Not really. His success only means that when the entire top of the tour is past or approaching 30's, the injuries will pile up, the voids will be created and eventually someone will take advantage of them. Like I said before, "ageing" is not exclusive to tennis. It's happening in many sports. It's happening in life in general, too. Unless proven otherwise in the next couple years, he's the new abnormality, not the norm.
BTW. that still wasn't Zverev, who snatched 3 GS this year. Guys over 30 did. In fact, in both AO and RG 3 semifinalists were over 30. In Wimbledon 2 were over 30, 1 was almost 30 and the last one almost 29.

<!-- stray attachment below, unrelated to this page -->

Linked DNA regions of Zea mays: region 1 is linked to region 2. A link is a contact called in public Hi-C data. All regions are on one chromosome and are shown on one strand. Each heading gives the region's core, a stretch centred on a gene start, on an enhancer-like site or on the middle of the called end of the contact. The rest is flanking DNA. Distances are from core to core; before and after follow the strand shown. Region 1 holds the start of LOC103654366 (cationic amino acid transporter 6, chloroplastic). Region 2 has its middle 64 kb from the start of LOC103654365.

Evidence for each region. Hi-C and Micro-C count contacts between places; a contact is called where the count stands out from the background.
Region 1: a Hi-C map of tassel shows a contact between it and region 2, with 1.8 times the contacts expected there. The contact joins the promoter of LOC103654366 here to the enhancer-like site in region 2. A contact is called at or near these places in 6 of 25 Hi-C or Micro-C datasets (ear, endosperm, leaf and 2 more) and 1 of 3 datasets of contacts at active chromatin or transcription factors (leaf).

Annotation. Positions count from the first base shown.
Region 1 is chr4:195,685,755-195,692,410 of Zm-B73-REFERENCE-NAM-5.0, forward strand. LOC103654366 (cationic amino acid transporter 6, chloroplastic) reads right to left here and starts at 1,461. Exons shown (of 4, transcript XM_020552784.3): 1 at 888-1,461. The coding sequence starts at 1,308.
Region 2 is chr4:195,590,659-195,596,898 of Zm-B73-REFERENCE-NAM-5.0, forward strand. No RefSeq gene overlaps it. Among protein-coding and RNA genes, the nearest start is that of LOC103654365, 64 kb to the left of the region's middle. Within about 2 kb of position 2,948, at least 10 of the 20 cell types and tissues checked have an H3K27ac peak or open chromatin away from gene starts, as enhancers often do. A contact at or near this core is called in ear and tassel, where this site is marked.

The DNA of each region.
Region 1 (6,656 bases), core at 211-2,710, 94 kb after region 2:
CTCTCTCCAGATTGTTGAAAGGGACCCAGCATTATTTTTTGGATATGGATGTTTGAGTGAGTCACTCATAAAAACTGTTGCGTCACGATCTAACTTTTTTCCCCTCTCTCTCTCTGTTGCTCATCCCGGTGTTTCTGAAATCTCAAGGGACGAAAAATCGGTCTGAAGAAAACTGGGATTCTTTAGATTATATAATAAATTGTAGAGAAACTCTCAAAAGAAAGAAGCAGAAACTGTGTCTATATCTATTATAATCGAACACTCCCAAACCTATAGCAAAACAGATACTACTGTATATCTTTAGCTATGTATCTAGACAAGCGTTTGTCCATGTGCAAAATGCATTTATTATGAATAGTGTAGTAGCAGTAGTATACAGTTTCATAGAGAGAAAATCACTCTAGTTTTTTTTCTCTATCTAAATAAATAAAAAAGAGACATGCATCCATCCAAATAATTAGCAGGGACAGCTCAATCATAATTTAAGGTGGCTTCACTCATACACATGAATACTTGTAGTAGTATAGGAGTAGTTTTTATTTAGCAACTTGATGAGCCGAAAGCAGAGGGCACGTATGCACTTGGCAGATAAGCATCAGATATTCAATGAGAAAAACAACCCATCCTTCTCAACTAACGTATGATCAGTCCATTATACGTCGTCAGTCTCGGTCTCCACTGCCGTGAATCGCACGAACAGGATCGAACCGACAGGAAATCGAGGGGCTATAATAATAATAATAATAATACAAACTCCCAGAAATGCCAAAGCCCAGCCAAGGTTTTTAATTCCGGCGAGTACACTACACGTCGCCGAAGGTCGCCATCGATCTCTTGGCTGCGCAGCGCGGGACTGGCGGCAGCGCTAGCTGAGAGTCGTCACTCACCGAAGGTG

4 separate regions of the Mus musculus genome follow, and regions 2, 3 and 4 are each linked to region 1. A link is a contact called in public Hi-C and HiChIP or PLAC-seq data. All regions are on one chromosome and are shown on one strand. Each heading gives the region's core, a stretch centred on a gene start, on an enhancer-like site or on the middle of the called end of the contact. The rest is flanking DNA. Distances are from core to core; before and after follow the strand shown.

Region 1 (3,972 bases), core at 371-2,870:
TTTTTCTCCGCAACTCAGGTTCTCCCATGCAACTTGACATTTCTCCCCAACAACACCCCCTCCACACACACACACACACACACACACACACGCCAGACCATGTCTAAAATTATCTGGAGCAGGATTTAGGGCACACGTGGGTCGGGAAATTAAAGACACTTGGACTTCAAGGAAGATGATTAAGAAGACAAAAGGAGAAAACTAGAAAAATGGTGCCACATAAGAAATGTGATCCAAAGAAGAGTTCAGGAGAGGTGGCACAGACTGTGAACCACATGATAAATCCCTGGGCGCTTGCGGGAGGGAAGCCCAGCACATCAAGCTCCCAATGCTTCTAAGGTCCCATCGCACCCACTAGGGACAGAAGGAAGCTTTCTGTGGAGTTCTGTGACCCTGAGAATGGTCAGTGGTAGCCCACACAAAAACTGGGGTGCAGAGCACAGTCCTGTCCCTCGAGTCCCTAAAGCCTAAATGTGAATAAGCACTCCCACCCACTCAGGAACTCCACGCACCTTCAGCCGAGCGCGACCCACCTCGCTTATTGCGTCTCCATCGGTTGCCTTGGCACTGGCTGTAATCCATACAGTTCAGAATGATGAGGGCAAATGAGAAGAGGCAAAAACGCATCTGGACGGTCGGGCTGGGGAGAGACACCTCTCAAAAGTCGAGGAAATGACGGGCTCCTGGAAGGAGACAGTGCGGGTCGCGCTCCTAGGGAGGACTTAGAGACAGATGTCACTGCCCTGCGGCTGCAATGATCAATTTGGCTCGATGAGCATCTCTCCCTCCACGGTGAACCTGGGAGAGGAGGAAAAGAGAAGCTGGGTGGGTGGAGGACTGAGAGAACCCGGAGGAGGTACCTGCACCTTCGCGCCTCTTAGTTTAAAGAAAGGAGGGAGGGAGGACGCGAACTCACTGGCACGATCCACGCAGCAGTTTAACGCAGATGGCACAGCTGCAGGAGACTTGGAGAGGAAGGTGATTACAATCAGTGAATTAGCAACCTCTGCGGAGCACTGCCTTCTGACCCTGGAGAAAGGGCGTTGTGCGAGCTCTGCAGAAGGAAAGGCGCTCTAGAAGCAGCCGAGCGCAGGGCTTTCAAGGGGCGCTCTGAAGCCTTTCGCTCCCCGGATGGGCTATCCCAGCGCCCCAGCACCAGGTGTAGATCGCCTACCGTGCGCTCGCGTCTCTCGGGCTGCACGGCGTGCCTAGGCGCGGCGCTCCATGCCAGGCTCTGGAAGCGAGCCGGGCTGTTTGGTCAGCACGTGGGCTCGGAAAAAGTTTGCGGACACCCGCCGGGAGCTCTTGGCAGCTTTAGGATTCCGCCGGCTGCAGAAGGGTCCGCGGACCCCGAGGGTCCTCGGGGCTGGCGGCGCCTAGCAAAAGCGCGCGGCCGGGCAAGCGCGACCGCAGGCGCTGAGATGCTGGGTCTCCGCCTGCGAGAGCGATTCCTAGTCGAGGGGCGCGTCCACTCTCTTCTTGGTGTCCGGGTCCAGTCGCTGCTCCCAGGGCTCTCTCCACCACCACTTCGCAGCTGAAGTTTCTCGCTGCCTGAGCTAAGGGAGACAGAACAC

Aug, 14 2000: 3 players over 30 in top 30. Including ATG Agassi on top. 14 players under 25. Average age: 25.06
Aug, 17 2009: 3 players over 30 in top 30. 15 players under 25. Average age: 25.5
Aug, 12 2013: 6 players over 30 in top 30. 8 players under 25. Average age: 27.17
Aug, 14 20017: 14 players over 30 in top 30. 5 players under 25. Average age: 28.53
Looking at 2013 is kinda funny. Not a single player in top 30 has retired yet. Tommy Haas sort of did, but then he came back for another round (and even kicking current world #3 left, right and center!
). But let's say he did. The rest 29 players, who were not spring chickens to begin with, if compared to previous generations, have not retired in last 4 years, and just a couple dropped in ranking significantly. It has nothing to do with Raonic/Dimitrov/Nishikori not living up to the premise. The old guard just refuses to retire and the newcomers are not strong enough to force it.